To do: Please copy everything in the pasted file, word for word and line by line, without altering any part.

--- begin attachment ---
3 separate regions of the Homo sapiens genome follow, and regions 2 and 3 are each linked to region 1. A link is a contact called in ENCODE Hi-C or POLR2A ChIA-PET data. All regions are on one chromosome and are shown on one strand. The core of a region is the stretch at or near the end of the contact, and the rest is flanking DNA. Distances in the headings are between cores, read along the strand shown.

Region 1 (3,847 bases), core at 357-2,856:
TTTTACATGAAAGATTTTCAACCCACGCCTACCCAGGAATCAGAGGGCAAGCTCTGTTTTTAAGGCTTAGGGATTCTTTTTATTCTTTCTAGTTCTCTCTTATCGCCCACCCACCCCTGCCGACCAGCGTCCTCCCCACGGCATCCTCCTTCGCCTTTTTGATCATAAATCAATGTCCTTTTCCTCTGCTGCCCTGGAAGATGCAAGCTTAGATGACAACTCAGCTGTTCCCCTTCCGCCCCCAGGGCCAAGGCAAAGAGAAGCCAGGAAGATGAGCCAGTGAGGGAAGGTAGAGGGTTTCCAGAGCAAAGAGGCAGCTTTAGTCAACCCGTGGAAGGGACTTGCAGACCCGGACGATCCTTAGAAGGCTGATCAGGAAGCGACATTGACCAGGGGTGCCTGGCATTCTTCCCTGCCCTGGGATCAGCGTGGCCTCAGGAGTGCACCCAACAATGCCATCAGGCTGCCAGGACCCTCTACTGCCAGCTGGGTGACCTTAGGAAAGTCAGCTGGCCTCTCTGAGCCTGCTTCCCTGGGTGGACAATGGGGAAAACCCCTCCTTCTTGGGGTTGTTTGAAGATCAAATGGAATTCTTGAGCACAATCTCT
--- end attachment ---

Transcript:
3 separate regions of the Homo sapiens genome follow, and regions 2 and 3 are each linked to region 1. A link is a contact called in ENCODE Hi-C or POLR2A ChIA-PET data. All regions are on one chromosome and are shown on one strand. The core of a region is the stretch at or near the end of the contact, and the rest is flanking DNA. Distances in the headings are between cores, read along the strand shown.

Region 1 (3,847 bases), core at 357-2,856:
TTTTACATGAAAGATTTTCAACCCACGCCTACCCAGGAATCAGAGGGCAAGCTCTGTTTTTAAGGCTTAGGGATTCTTTTTATTCTTTCTAGTTCTCTCTTATCGCCCACCCACCCCTGCCGACCAGCGTCCTCCCCACGGCATCCTCCTTCGCCTTTTTGATCATAAATCAATGTCCTTTTCCTCTGCTGCCCTGGAAGATGCAAGCTTAGATGACAACTCAGCTGTTCCCCTTCCGCCCCCAGGGCCAAGGCAAAGAGAAGCCAGGAAGATGAGCCAGTGAGGGAAGGTAGAGGGTTTCCAGAGCAAAGAGGCAGCTTTAGTCAACCCGTGGAAGGGACTTGCAGACCCGGACGATCCTTAGAAGGCTGATCAGGAAGCGACATTGACCAGGGGTGCCTGGCATTCTTCCCTGCCCTGGGATCAGCGTGGCCTCAGGAGTGCACCCAACAATGCCATCAGGCTGCCAGGACCCTCTACTGCCAGCTGGGTGACCTTAGGAAAGTCAGCTGGCCTCTCTGAGCCTGCTTCCCTGGGTGGACAATGGGGAAAACCCCTCCTTCTTGGGGTTGTTTGAAGATCAAATGGAATTCTTGAGCACAATCTCT